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Lift Truck Tips: Flexible financing stretches further

To achieve the lowest total cost of fleet ownership, procurement and operations must work hand in hand. By Josh Bond




By now, it’s clear that purchasing or leasing lift trucks based solely on upfront cost can be a sure way to pay more in the long run. To avoid stepping on a dollar to pick up a penny, it’s critical to get procurement and operations to work together.

“Both parties have the same stated objective: to achieve the lowest total cost. But, they might go about it a bit differently,” says Mick McCormick, vice president of warehouse solutions for Yale Materials Handling Corp. “Procurement traditionally looks at acquisition price while operations looks at maintenance, uptime and productivity,” says McCormick. “What we’ve seen happening in a variety of ways is our customers trying to get both departments working arm in arm to educate each other. You can see the best results when they aren’t isolated from each other.”

The benefits of collaboration are further magnified for those companies grappling with the rapid growth of their e-commerce business. These operations are transitioning from distribution serving brick-and-mortar stores to a fulfillment profile, which creates challenges for the composition and utilization of a fleet. McCormick says flexible leasing strategies are a great way to manage those shifts, but they can only be successful when operations are fully involved in defining the package at the outset.

“Operations has the best insight into usage as compared to procurement,” McCormick says. “Otherwise it’s very challenging, though not impossible, for dealer partners or a leasing company to eliminate the ‘pay me later’ scenario or find some way to recoup the lost value of a truck that has not been planned for. The head-butting that occurs is from these unaccounted costs.”

When negotiation begins, any available data from fleet management or telematics systems will help define the use of an asset over the life of the lease term. McCormick suggests such data be broken into two sets: one from a maintenance and uptime perspective, and one concerning replacement, end-of life or end-of-contract terms. The first half helps ensure an asset is up and running and the second makes sure it’s the right piece of equipment for the job.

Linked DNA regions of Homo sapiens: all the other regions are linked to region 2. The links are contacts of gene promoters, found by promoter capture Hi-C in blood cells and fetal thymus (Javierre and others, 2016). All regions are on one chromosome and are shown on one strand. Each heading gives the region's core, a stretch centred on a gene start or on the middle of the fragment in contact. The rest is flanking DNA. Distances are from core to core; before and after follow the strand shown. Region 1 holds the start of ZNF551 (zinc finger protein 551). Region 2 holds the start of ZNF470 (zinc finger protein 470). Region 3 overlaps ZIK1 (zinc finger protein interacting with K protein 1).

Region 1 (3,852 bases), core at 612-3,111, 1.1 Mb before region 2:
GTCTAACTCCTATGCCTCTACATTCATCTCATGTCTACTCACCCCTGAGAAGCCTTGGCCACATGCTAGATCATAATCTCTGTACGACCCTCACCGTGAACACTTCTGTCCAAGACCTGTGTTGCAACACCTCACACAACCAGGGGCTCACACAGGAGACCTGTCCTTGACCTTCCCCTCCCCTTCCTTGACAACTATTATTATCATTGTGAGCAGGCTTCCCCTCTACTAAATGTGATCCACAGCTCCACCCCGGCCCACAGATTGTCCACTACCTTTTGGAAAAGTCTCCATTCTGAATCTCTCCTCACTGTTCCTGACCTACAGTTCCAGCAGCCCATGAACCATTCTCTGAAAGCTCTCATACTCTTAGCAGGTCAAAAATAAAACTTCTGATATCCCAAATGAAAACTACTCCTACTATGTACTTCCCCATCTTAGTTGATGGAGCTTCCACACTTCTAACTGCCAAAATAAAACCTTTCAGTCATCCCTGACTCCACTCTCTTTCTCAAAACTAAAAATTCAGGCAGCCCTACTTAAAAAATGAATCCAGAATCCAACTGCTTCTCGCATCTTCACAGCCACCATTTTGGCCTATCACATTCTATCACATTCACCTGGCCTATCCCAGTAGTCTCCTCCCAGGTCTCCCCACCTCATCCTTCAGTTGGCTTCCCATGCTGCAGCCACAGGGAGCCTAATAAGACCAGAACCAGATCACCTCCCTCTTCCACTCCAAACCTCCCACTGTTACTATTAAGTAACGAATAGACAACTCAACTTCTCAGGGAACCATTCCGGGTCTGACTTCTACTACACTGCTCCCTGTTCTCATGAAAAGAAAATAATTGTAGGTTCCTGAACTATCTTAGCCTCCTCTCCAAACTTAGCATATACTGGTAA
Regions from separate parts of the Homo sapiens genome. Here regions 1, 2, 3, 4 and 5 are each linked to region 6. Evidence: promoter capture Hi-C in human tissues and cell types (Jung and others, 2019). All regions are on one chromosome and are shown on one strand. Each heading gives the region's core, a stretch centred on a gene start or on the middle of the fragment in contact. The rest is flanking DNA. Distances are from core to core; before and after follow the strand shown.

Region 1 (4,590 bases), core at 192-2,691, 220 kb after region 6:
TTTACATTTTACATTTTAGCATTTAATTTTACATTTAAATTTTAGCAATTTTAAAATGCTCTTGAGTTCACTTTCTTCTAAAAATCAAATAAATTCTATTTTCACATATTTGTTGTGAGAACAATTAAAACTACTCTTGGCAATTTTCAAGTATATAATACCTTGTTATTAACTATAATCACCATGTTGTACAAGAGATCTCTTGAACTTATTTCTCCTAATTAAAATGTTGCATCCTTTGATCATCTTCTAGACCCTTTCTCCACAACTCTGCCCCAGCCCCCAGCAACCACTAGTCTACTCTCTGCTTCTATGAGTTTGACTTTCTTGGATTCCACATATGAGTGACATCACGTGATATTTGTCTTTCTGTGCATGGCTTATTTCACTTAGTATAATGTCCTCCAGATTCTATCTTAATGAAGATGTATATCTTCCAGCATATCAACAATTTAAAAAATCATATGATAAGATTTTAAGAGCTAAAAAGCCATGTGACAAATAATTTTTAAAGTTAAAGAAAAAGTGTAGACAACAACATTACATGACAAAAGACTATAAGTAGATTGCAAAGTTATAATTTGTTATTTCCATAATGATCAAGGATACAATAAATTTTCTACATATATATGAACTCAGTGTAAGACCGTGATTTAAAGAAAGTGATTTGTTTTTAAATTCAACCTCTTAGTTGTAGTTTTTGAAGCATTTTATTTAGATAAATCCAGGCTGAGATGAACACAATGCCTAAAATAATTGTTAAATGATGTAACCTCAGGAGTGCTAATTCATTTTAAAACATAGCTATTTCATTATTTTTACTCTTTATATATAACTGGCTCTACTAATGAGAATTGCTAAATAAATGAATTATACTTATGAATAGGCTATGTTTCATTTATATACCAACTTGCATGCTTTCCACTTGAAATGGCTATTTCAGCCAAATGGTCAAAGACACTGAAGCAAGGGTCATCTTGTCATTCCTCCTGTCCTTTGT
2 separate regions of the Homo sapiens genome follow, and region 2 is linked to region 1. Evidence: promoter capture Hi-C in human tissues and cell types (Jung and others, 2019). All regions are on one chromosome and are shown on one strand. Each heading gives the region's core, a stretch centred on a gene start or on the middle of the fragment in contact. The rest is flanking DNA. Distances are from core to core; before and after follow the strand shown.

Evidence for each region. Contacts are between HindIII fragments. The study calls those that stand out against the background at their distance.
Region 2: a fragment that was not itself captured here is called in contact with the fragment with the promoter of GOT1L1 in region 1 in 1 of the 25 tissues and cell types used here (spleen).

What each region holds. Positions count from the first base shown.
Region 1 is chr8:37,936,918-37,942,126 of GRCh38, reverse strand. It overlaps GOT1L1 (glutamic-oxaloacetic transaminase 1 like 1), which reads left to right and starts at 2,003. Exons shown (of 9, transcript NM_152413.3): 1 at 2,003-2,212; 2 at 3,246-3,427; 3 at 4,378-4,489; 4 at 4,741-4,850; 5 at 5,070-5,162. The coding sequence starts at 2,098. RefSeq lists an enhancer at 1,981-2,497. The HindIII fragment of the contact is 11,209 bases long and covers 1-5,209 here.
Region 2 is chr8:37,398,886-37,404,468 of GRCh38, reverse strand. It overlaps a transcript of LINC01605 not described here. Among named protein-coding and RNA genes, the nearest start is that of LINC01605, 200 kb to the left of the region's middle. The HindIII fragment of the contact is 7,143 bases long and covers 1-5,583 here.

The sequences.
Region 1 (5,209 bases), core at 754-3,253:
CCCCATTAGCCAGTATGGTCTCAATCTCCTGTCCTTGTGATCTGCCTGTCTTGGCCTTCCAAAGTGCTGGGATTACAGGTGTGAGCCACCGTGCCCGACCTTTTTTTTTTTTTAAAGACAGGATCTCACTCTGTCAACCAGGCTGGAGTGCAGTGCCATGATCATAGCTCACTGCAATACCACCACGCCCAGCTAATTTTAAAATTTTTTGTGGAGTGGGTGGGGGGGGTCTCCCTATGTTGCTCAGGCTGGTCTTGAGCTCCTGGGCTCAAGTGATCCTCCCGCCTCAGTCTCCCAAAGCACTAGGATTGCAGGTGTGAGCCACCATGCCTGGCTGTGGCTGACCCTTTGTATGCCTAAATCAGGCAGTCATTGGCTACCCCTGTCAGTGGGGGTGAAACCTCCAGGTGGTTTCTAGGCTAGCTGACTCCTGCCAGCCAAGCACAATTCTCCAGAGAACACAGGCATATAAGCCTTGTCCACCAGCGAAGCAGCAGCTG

“By separating those data sets, you can minimize the impact of the ‘clock’ on lease terms and maximize the use of the product in line with your business cycle,” McCormick says. “The majority of customers use fewer hours than they bought since they base initial terms on potential hours not actual. But utilization fluctuates over time. If you tend to have a heavy three months, plan to pay more of the asset cost during that time, and approach a ‘power by hour’ scenario by tracking actual usage with fleet management. During slow months, pay a smaller amount.”

Some customers offer a variety of flexible leasing approaches. By crafting lease contracts with provisions for access to a rental fleet, for example, e-commerce companies can avoid coming up short during peak seasons, when rentals can be hard to find. Other programs are built with a plan to rebalance and refresh the fleet on a regular basis to ensure access to the latest technologies that can improve ergonomics, safety and productivity.

“Everywhere you look you can see more change, and the rate of innovation is not slowing down,” McCormick says. “The need to create a flexible fleet has never been more important than it is now.”




About the author
Josh Bond, Senior Editor
Josh Bond is Senior Editor for Modern, and was formerly Modern’s lift truck columnist and associate editor. He has a degree in Journalism from Keene State College and has studied business management at Franklin Pierce University.







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